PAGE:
And of course, whoever is interviewing you or reviewing your application will be able to pick up on all of this — and find you all the more attractive as a candidate because of it. 

(Think of it in terms of going out on a date with someone. Would you be more interested in the person who’s desperate to date you or the one who’s expressed interest but also clearly has options? Probably the latter.)

But knowing this doesn’t have to make you feel hopeless. In fact, there’s a way you can use it to your advantage — a simple shift in mindset that can make a big difference.

Ready for it? As of right now, you do have a job. Your job is mastering each of the tasks that go into getting an offer letter from an employer. 

In other words, as of right now, you’re going to start focusing on process instead of outcomes.

In practice, this means coming up with a list of steps you need to take each day or each week and then giving each of those steps your full attention. For example, you’ll want to submit 10 applications, contact 5 friends asking for referrals, and send out 10 cold outreach messages on LinkedIn. 

Each week, without fail. 

The exact numbers will vary depending on your situation, of course. But the more you commit to a specific process and stick with it, the more you’ll be living in action. 

Every time you go into an interview, you’ll know that no matter how it goes, you’re going to keep sending out your weekly applications, doing outreach, asking for referrals… No matter what, you won’t have everything resting on any one outcome. 

In other words, you’ll be somebody who is already working — and more appealing for it. 

3. Choose quality over quantity

Now, we touched on this above, but let’s elaborate further. 

Many graduate job seekers take what’s sometimes called the spray-and-pray approach. This means applying for every opening you're even remotely qualified for and hoping that you land an offer through sheer weight of numbers.

However, if you’ve been doing this but are still struggling to find a job after graduating, you should consider that spray-and-pray is probably not working for you. After all, any competent hiring manager can tell if you’re simply copying and pasting the same application answers for multiple jobs.

The truth is that you won’t stand out from the crowd by being generic. Instead, we suggest making the effort to focus on quality over quantity, and take a measured, mindful attitude towards where you choose to apply.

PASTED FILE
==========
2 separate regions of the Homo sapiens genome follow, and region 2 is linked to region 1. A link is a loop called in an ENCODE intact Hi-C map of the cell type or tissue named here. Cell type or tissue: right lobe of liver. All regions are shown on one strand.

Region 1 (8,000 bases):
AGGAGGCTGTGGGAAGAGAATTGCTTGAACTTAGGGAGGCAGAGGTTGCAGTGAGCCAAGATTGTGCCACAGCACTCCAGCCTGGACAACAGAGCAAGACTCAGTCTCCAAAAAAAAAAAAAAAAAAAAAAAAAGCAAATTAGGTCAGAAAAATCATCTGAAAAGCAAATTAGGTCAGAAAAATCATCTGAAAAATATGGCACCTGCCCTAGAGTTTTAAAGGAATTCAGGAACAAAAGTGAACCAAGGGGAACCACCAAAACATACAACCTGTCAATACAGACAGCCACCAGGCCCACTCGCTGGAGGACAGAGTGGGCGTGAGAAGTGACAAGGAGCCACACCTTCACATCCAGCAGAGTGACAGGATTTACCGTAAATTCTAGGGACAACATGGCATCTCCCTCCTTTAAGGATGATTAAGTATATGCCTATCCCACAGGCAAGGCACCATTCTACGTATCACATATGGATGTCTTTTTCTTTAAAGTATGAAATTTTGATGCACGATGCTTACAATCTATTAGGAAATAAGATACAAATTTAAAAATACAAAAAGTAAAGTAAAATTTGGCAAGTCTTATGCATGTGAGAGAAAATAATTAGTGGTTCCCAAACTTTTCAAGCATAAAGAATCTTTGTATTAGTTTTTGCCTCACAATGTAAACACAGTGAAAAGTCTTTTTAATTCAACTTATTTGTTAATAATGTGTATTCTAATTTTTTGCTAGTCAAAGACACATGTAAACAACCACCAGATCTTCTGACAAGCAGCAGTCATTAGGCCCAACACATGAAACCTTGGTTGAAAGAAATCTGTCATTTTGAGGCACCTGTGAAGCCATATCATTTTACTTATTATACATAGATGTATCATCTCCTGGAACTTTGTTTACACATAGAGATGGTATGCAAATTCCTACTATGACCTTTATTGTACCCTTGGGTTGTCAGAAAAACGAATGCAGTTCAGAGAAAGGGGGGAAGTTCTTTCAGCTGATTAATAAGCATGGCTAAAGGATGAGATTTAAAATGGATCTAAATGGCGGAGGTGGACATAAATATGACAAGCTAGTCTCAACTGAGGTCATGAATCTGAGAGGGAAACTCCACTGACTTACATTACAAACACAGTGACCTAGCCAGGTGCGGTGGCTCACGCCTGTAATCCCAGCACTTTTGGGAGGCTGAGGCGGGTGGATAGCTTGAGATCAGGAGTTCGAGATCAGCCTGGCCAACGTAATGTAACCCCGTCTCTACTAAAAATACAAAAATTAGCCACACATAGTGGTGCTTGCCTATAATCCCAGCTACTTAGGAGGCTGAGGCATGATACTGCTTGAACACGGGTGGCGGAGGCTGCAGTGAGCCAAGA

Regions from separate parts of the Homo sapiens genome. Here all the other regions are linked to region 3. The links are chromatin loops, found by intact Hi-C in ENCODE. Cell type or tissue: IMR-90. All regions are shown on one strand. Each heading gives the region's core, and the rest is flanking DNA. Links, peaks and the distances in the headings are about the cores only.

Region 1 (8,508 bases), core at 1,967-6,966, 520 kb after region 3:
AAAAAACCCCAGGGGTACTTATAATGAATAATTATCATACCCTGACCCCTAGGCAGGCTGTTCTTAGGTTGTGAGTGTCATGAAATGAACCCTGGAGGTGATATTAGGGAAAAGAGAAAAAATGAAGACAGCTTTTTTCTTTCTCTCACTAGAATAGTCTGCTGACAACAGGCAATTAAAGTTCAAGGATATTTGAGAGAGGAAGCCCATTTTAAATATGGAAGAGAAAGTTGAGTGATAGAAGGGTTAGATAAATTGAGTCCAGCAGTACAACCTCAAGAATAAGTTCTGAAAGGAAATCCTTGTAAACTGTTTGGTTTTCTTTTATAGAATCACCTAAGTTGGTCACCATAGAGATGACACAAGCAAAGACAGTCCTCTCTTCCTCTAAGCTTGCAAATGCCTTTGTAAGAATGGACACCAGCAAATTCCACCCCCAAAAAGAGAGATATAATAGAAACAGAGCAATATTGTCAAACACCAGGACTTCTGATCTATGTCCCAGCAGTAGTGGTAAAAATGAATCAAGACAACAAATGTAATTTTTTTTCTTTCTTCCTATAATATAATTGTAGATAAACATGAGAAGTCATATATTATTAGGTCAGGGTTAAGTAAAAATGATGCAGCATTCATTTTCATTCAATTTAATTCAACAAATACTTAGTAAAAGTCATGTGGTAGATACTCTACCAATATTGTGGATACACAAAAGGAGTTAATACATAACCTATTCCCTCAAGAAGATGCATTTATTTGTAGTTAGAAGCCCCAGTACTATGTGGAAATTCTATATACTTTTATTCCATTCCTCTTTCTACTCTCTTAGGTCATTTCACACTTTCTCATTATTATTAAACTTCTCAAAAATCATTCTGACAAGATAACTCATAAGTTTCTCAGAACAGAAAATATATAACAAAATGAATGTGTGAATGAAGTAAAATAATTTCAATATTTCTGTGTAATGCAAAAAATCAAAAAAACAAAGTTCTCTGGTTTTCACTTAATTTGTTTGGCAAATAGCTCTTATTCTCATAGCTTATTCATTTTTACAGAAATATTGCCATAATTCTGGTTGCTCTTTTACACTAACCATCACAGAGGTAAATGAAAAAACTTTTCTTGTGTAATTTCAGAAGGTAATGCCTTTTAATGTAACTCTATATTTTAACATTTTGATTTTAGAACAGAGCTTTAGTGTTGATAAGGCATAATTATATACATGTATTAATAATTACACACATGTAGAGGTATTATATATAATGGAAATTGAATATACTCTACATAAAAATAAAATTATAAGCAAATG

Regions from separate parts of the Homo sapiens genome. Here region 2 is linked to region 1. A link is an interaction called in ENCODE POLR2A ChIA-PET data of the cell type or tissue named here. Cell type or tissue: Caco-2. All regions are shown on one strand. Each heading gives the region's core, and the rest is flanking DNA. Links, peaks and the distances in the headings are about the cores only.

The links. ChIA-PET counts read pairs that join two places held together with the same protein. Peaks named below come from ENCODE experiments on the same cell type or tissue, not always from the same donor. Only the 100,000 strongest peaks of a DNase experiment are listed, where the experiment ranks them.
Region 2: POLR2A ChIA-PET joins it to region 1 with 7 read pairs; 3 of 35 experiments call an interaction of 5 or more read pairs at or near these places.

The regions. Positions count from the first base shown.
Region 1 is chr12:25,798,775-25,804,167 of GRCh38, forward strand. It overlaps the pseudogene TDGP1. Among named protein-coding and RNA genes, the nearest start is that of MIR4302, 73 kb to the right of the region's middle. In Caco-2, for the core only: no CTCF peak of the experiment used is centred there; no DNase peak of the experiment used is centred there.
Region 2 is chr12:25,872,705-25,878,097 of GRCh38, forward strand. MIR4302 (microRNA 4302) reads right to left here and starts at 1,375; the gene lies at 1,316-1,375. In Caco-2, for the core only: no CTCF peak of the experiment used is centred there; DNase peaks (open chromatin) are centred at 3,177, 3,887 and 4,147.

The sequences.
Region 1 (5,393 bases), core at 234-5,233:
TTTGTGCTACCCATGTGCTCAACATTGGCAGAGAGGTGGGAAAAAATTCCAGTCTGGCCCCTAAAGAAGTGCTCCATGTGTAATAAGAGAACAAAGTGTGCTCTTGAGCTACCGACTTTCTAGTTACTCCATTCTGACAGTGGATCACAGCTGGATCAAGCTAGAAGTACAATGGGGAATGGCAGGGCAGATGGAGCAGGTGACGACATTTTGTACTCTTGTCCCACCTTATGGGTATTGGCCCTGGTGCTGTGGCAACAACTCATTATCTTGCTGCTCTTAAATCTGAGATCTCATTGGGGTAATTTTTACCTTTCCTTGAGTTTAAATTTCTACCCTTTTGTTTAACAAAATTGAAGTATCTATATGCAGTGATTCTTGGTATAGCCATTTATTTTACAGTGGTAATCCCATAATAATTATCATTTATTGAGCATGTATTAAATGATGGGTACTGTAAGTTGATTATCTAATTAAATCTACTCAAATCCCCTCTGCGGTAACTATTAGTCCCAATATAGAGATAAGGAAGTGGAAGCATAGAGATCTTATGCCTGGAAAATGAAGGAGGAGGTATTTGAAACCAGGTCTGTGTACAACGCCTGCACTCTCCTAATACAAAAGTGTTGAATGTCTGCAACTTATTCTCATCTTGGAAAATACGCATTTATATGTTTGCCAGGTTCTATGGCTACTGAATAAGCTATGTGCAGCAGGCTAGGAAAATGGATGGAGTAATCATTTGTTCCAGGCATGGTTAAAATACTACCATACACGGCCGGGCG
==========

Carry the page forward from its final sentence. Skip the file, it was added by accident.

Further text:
While, as we said above, we strongly recommend that you submit a consistent number of applications every week, that doesn’t mean you should aim to maximize your volume. Instead of rushing through 20 or 30 applications, take the time to write up 10 thoughtful ones that include things like an original cover letter. 

Put more care in and you’ll be far more likely to get a good outcome.

4. Get clear on what you’re good at

Another problem with spray-and-pray? Nobody wants to hire someone who isn’t excited about taking on the job. 

Faced with two candidates of similar ability, a hiring manager is going to choose the enthusiastic one 100 times out of 100. So if you’re filling out yet another round of applications after months without an offer, start by asking yourself: do I actually want any of these positions I’m applying for?

Now, we know that isn’t always an easy question to answer. Even the best jobs can be boring, frustrating, and tiring at times — and as a fresh grad, you may have little to no idea of what you can reasonably expect from a given role.

How are you supposed to know what you want? Well, a good place to start is by figuring out whether a job would ask you to do something you’re actually good at or like doing. 

This takes some self-awareness, which may not come easy at any age (let alone fresh out of school). But you don’t have to do anything perfectly here, just dip a toe in the water. 

Think about your life. Which parts of it feel the most natural to you?

You can begin with your time at university. Maybe you earned the jealous admiration of your friends because you could crank out a 10-page paper the night before it was due. Maybe you found it simple to organize your time even while taking a heavy course load.

But you don’t have to stop there, either. If you’re a hit at parties, always finding yourself in the middle of the action, take note of that. If you’re someone your friends always look to when they need to open up and talk, pay attention to that too.

You can also try using a free online tool like PrinciplesYou or the Holland Career Test to give you additional insight into what you’re good at and where your interests lie.

There are no right or wrong answers here, of course. But the more you can identify your strengths, the more you’ll be able to apply for roles that suit those strengths.

Do that and you won’t be able to help but feel a little more excited — because you’ll know that you’re applying to do something you’re good at. And that feels good.

5. Figure out how you can use your strengths to generate value for potential employers

Once you’ve got a little more clarity on what you’re good at, you can start thinking about how you can use them to create value. In other words: how can you take something you like doing and use it to benefit a potential employer?